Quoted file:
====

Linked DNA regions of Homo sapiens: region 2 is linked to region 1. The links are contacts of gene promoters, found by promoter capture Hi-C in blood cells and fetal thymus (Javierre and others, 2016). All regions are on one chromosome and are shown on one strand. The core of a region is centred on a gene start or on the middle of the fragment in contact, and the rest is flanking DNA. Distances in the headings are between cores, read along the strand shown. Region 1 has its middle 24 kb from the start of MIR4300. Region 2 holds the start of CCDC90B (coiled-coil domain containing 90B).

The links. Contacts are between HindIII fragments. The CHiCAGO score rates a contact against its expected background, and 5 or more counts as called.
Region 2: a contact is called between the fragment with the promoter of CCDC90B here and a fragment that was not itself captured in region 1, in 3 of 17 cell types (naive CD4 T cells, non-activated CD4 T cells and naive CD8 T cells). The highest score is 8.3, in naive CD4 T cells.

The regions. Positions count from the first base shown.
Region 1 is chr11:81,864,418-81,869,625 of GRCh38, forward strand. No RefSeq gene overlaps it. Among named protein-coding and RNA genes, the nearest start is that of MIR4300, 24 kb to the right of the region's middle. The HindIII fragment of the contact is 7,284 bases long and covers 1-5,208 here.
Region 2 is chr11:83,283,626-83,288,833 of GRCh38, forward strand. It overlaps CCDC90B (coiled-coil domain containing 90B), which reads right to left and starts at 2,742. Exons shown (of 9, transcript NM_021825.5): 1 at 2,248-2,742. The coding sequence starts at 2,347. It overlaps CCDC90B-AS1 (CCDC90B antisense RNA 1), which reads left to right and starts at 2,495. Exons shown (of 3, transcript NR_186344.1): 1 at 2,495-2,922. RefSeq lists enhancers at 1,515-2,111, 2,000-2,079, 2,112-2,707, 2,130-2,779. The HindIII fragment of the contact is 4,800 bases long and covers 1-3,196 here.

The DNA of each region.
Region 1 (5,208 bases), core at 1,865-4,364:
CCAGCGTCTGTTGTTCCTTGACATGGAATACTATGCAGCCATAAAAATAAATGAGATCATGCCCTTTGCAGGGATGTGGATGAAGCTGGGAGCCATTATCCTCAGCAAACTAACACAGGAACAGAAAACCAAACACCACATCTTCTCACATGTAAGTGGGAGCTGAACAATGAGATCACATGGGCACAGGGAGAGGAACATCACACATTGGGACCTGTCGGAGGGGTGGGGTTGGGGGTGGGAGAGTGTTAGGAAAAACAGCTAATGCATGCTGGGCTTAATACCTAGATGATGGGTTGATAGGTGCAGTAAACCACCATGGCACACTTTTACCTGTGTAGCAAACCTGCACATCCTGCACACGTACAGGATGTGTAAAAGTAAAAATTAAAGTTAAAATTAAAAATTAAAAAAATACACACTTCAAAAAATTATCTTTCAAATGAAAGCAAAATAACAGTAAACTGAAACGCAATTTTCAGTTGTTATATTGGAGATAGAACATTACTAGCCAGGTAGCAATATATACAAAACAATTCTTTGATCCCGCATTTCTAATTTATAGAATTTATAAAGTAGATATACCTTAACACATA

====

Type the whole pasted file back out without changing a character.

Linked DNA regions of Homo sapiens: region 2 is linked to region 1. The links are contacts of gene promoters, found by promoter capture Hi-C in blood cells and fetal thymus (Javierre and others, 2016). All regions are on one chromosome and are shown on one strand. The core of a region is centred on a gene start or on the middle of the fragment in contact, and the rest is flanking DNA. Distances in the headings are between cores, read along the strand shown. Region 1 has its middle 24 kb from the start of MIR4300. Region 2 holds the start of CCDC90B (coiled-coil domain containing 90B).

The links. Contacts are between HindIII fragments. The CHiCAGO score rates a contact against its expected background, and 5 or more counts as called.
Region 2: a contact is called between the fragment with the promoter of CCDC90B here and a fragment that was not itself captured in region 1, in 3 of 17 cell types (naive CD4 T cells, non-activated CD4 T cells and naive CD8 T cells). The highest score is 8.3, in naive CD4 T cells.

The regions. Positions count from the first base shown.
Region 1 is chr11:81,864,418-81,869,625 of GRCh38, forward strand. No RefSeq gene overlaps it. Among named protein-coding and RNA genes, the nearest start is that of MIR4300, 24 kb to the right of the region's middle. The HindIII fragment of the contact is 7,284 bases long and covers 1-5,208 here.
Region 2 is chr11:83,283,626-83,288,833 of GRCh38, forward strand. It overlaps CCDC90B (coiled-coil domain containing 90B), which reads right to left and starts at 2,742. Exons shown (of 9, transcript NM_021825.5): 1 at 2,248-2,742. The coding sequence starts at 2,347. It overlaps CCDC90B-AS1 (CCDC90B antisense RNA 1), which reads left to right and starts at 2,495. Exons shown (of 3, transcript NR_186344.1): 1 at 2,495-2,922. RefSeq lists enhancers at 1,515-2,111, 2,000-2,079, 2,112-2,707, 2,130-2,779. The HindIII fragment of the contact is 4,800 bases long and covers 1-3,196 here.

The DNA of each region.
Region 1 (5,208 bases), core at 1,865-4,364:
CCAGCGTCTGTTGTTCCTTGACATGGAATACTATGCAGCCATAAAAATAAATGAGATCATGCCCTTTGCAGGGATGTGGATGAAGCTGGGAGCCATTATCCTCAGCAAACTAACACAGGAACAGAAAACCAAACACCACATCTTCTCACATGTAAGTGGGAGCTGAACAATGAGATCACATGGGCACAGGGAGAGGAACATCACACATTGGGACCTGTCGGAGGGGTGGGGTTGGGGGTGGGAGAGTGTTAGGAAAAACAGCTAATGCATGCTGGGCTTAATACCTAGATGATGGGTTGATAGGTGCAGTAAACCACCATGGCACACTTTTACCTGTGTAGCAAACCTGCACATCCTGCACACGTACAGGATGTGTAAAAGTAAAAATTAAAGTTAAAATTAAAAATTAAAAAAATACACACTTCAAAAAATTATCTTTCAAATGAAAGCAAAATAACAGTAAACTGAAACGCAATTTTCAGTTGTTATATTGGAGATAGAACATTACTAGCCAGGTAGCAATATATACAAAACAATTCTTTGATCCCGCATTTCTAATTTATAGAATTTATAAAGTAGATATACCTTAACACATA